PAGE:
Core city neigh­bor­hoods trans­formed

Baltimore Sun - - COMMENTARY - By Karen Stokes and Con­nie Ross Karen Stokes is CEO of Strong City Bal­ti­more and vice chair of the Cen­tral Bal­ti­more Part­ner­ship. Her email is kstokes@strongc­i­ty­bal­ti­more.org. Con­nie Ross is chair of the Bar­clay-Mid­way-Old Goucher Coali­tion.

In the heart of this city, a quiet trans­for­ma­tion is tak­ing place. As lead­ers who have long worked to im­prove liv­ing and work­ing con­di­tions in Cen­tral Bal­ti­more, the two of us — a non­profit ex­ec­u­tive and a long­time neigh­bor­hood leader — have had front-row seats to the re­birth of the city’s core over the past decade. Be­cause most of these changes have been grad­ual, they haven’t re­ceived a lot of news cov­er­age. Many Bal­ti­more-area res­i­dents may not even be aware of them.

That’s why the Cen­tral Bal­ti­more Part­ner­ship is launch­ing the “Ex­plore the Core” cam­paign (ex­plorethecore.org). Our vi­sion, de­vel­oped with com­mu­nity lead­ers, is to build on this area’s strengths — hous­ing for all in­come lev­els, vi­brant re­tail, cul­tural at­trac­tions, trans­porta­tion op­tions, ris­ing schools — and bring them to the next level.

The 10 neigh­bor­hoods of Cen­tral Bal­ti­more rep­re­sent ur­ban liv­ing at its most re­ward­ing and most di­verse. Take a few min­utes to ex­plore the core with us, and see what we mean.

Let’s start just north of North Av­enue and west of Green­mount. Here, the third phase of a ma­jor neigh­bor­hood re­de­vel­op­ment by Te­le­sis Bal­ti­more Corp., in close co­or­di­na­tion with the Bar­clay-Mid­wayOld Goucher Coali­tion of res­i­dents, is un­der­way. Around the city, ad­vo­cates have pointed out prob­lems with the city’s weak in­clu­sion­ary-hous­ing law and are push­ing for devel­op­ers to in­clude more units for low-in­come res­i­dents. But here, with very lit­tle at­ten­tion, 200 affordable homes for low- and mod­er­ate-in­come house­holds have been added over the past sev­eral years. An ad­di­tional 200 affordable and mar­ke­trate homes and 10,000 square feet of com­mu­nity and re­tail space are ei­ther un­der con­struc­tion or in the im­me­di­ate pipe­line.

Afew blocks south, the hous­ing sit­u­a­tion is also more pos­i­tive than the city­wide nar­ra­tive would sug­gest. Ju­bilee Bal­ti­more’s con­struc­tion of City Arts and City Arts 2, with mod­estly priced units tar­get­ing artists, has brought new en­ergy into Green­mount West, a neigh­bor­hood com­mit­ted to grow­ing with­out push­ing out long­time res­i­dents. This neigh­bor­hood also boasts two in­no­va­tive pub­lic schools: Bal­ti­more Montes­sori Pub­lic Char­ter School and the Bal­ti­more De­sign School.

Nearby on North Av­enue, a re­mark­able come­back is hap­pen­ing in Sta­tion North. The Cen­tre The­atre, Park­way The­atre, Windup Space, Red Emma’s, Mo­tor House, MICA’s Lazarus Cen­ter, the Ynot Lot and many other at­trac­tions are bring­ing in a steady flow of jobs, stu­dents and vis­i­tors.

Head­ing up Howard Street into Rem­ing­ton, it is easy to for­get that just over a decade ago, this long­time blue-col­lar neigh­bor­hood was los­ing pop­u­la­tion and plagued by drugs and crime. Then res­i­dents, with an as­sist from Strong City Bal­ti­more, got or­ga­nized and be­gan the slow process of turn­ing their com­mu­nity into what it has be­come — a mixed-in­come des­ti­na­tion where home­own­ers want to buy, restau­ra­teurs want to set up shop and devel­op­ers want to build (wit­ness the rise of the mixed-use Rem­ing­ton Row project or Miller’s Court, which of­fers affordable hous­ing for teach­ers and of­fice space for non­prof­its).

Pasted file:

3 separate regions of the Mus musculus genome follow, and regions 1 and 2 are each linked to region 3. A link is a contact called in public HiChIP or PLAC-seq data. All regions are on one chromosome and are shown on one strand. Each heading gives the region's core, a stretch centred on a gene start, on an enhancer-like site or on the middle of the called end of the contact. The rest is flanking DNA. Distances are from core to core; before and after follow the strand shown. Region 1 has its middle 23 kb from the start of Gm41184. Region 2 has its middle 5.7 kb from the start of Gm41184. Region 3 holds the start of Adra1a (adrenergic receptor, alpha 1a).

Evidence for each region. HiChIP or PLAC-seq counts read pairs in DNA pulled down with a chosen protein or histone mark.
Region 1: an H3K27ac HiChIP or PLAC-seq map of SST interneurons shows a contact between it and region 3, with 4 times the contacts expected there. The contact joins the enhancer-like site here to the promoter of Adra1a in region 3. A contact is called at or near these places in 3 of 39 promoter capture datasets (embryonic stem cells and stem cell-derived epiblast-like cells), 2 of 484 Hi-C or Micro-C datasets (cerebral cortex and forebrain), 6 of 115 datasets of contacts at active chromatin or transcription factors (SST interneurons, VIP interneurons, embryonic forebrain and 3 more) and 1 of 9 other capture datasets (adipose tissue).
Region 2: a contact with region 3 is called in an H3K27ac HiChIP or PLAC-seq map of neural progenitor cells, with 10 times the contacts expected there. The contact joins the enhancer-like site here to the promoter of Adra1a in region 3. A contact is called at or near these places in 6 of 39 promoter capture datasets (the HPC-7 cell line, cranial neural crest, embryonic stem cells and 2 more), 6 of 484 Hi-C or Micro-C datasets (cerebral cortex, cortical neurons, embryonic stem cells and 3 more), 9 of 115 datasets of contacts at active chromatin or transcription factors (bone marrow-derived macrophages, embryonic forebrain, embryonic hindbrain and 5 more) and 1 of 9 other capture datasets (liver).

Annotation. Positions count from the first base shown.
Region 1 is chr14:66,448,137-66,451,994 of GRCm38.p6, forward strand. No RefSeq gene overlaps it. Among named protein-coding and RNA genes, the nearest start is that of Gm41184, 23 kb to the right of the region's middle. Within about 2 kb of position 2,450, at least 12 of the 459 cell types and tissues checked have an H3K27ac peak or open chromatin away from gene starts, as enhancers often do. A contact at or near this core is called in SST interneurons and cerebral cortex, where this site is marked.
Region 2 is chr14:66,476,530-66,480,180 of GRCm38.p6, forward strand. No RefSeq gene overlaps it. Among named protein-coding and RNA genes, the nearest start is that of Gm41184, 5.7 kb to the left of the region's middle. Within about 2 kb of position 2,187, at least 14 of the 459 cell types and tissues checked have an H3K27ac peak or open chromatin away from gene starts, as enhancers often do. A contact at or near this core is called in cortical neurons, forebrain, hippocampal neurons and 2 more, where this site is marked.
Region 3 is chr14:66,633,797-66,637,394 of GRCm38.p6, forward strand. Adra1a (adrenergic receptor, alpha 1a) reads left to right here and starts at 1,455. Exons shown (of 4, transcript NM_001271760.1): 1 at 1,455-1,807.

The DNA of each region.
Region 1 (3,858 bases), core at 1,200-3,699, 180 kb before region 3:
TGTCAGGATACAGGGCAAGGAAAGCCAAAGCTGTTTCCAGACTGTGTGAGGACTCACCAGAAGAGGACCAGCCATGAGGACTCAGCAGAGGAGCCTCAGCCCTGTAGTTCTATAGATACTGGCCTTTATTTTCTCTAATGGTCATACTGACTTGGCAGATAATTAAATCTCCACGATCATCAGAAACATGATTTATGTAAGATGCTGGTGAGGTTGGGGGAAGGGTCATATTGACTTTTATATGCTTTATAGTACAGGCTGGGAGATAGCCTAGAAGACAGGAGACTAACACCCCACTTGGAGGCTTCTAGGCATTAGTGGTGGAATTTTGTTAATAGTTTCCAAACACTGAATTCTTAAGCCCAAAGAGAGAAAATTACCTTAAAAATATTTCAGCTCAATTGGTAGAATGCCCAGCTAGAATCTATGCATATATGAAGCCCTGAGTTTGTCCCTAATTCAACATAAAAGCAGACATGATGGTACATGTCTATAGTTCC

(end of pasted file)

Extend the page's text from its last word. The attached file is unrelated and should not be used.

A few blocks to the east, we find neigh­bor­hoods re­bound­ing: Bar­clay and Har­wood, once mid­dle-class AfricanAmer­i­can com­mu­ni­ties that were hit hard by decades of dis­in­vest­ment and de­cay. The cat­a­lyst for Bar­clay’s resur­gence was a com­mu­nity de­vel­op­ment vi­sion plan cre­ated by well-or­ga­nized res­i­dents in 2005. Har­wood’s come­back story be­gan with res­i­dents push­ing out drug deal­ers and Strong City’s strate­gic code en­force­ment ap­proach to get rid of va­cant and blighted prop­er­ties. There are now two up-and­com­ing com­mu­nity schools — Bar­clay and Mar­garet Brent — where Strong City is work­ing with lo­cal part­ners like the Johns Hop­kins Uni­ver­sity and Sin­gle Car­rot The­atre to bring ex­cit­ing pro­gram­ming that is en­cour­ag­ing young fam­i­lies to stay in the city and en­roll their chil­dren.

Ex­plore the core, and you’ll find at­trac­tive, sta­ble neigh­bor­hoods that are as racially, eco­nom­i­cally, and cul­tur­ally di­verse as any in Bal­ti­more. You’ll find a hous­ing mar­ket that’s grow­ing (devel­op­ers com­pleted 777 net new units in just the past three years), with res­i­den­tial op­tions to suit any need. You’ll find one of the few ar­eas of Bal­ti­more where it’s easy to get around with­out a car, thanks to sev­eral bus lines, bike­able streets, good walk­ing neigh­bor­hoods and easy ac­cess to Penn Sta­tion. You’ll find strong an­chors in the lo­cal col­leges and uni­ver­si­ties, and no short­age of ex­cit­ing din­ing op­tions and cul­tural at­trac­tions.

Now we are build­ing on those strengths with an an­tic­i­pated $60 mil­lion worth of in­vest­ments in a va­ri­ety of eco­nomic de­vel­op­ment pro­jects, school im­prove­ments and great hous­ing op­tions to en­tice 3,000 new res­i­dents into these neigh­bor­hoods over 10 years.

These are ex­cit­ing times for Cen­tral Bal­ti­more. But don’t take our word for it. Come ex­plore the core — from the lively campus at­mos­phere of Charles Vil­lage, to the com­mu­nity gar­dens of Bar­clay, to the ed­u­ca­tional in­no­va­tions tak­ing root in Green­mount West — and see for your­self.

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